Since most of our time spent on a bike is leaning forward, it’s important to strengthen your back muscles so that we can avoid getting hunched over. The bent-over row is an excellent exercise that targets the middle and upper part of your back while using your core to stabilise your position.

Place your right hand and right knee on an even surface – you could use two chairs, a table, or even a sofa or bed. Engage your core to keep your back straight, and keep your neck in a neutral position. Grab your dumbbell with the left hand and use your back muscles to drive your elbow back. Simple as you like.

If you don’t have access to dumbbells or kettlebells at home, there are plenty of ways to improvise! A three litre milk bottle (or two) could be plenty for a beginner. You could also put a couple in a backpack or use a bucket – just be careful not to spill it! Resistance bands are also a great option here.

Russian twist

Cycling requires a strong core. A lot of time spent on the bike is with your torso in front of your centre of gravity, and strong abdominal muscles will help balance your body. Core exercises can be quite tricky; sit-ups can sometimes be a bit hard on your back, while lying leg lifts can end up using your hip flexors – muscles that already see plenty of use when pedaling – more than your abs.

Few exercises develop strong abdominal muscles like the Russian twist, though. Here’s how you do a Russian twist: simply sit down on the floor with your feet out in front of you. You can keep your heels on the ground if you like, but try not to put too much weight on them. 

Start by holding your clenched fists above your hips. Twist to one side, touch the ground lightly and then do the same on the other side. Add weight if you find this too easy! Dumbbells, kettlebells and medicine balls are optimal, but you can also be creative and fill an empty milk bottle with water. Taking your feet off the ground will make it harder, as you will need to use your core muscles to stabilise your body.

Push-ups

Now that we have exercises that cover your back, glutes and core muscles, it’s time to cover the chest and triceps. Although they aren’t directly related to pedaling power, it’s important to ensure that no muscle groups are underdeveloped. Strong triceps will also make it easier to ride for longer periods, as strong arms help support your bodyweight.

Place your hands under your shoulder joint or slightly outside. Keep your core engaged and straight, and lower yourself down before pushing up. If you find it hard to know how low you need to go, you can put a tennis ball or orange beneath your chest!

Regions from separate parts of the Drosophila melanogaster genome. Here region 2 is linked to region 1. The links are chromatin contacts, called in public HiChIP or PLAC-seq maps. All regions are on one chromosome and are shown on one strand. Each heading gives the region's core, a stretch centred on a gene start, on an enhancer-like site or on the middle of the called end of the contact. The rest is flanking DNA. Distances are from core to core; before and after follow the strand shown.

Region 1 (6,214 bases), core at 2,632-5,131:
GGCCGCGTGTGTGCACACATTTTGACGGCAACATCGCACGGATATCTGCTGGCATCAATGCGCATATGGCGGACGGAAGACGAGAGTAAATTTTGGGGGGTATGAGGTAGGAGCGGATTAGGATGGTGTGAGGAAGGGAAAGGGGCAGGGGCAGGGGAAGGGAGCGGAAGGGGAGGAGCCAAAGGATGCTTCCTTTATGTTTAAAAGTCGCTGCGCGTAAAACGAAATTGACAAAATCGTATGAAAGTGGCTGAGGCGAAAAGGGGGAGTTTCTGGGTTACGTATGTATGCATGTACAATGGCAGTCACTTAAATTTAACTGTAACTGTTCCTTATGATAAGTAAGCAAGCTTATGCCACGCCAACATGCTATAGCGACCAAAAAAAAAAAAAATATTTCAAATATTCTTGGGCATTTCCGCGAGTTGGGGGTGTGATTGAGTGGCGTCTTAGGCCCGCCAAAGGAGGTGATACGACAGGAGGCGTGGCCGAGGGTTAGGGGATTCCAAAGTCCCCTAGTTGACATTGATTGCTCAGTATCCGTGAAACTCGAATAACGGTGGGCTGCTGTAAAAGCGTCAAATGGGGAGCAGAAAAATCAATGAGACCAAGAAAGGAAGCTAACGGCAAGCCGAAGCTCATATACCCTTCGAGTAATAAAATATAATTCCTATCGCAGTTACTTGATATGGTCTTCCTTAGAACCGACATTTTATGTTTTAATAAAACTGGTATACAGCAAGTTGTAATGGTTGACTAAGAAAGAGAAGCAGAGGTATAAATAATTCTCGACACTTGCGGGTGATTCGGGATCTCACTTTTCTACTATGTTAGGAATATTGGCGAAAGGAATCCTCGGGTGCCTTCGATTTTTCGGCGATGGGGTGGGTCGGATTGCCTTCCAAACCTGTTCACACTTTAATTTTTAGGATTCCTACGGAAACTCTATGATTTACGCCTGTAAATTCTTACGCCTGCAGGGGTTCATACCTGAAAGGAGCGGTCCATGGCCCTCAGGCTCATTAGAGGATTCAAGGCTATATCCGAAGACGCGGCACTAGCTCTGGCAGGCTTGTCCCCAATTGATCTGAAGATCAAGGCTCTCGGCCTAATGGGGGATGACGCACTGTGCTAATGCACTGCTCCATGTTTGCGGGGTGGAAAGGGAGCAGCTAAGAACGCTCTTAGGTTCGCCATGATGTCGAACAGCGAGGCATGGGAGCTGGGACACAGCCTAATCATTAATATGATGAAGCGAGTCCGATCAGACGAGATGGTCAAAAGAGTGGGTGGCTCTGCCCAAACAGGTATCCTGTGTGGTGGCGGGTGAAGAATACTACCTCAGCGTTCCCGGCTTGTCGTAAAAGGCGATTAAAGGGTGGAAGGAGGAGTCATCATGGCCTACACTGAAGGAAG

There are a lot of push-up variations available if you find them too easy: deficit push-ups, pike push-ups or using a weighted backpack are great options if you are more advanced.

Dumbbell deadlifts

Deadlifts are a fantastic way to train your whole posterior chain in one exercise: you’ll feel this in your back, glutes and hamstrings as well as your abs. It’s deceptively simple, but slow and controlled movements will still make this one challenging.

Simply stand up straight with weights in your hands. Unlock your knees and pull your hips backwards to start the movement. “Paint your legs” with the weights on the way down to keep your centre of gravity over your midfoot. Stop when you feel your hamstrings stretched far enough that you can’t go lower without using your knees; usually just below the knees.

Too simple? Try one-legged for an added challenge! Yes, this does require weights, but getting creative with a bucket of water, a bag of cement or two milk bottles is an option if you don’t have dumbbells or a kettlebell available.

This blog is a part of our Become a Better Cyclist series. You can find the previous entries here:

Did we miss your favourite strengthening exercises? Let us know on Facebook!

 

 

 

This blog does not provide medical advice. It is intended for informational purposes only. It is not a substitute for professional medical advice, diagnosis or treatment. Never ignore professional medical advice in seeking treatment because of something you have read on the cycle2city blog. Consult your GP before making changes to your exercise regimen or diet.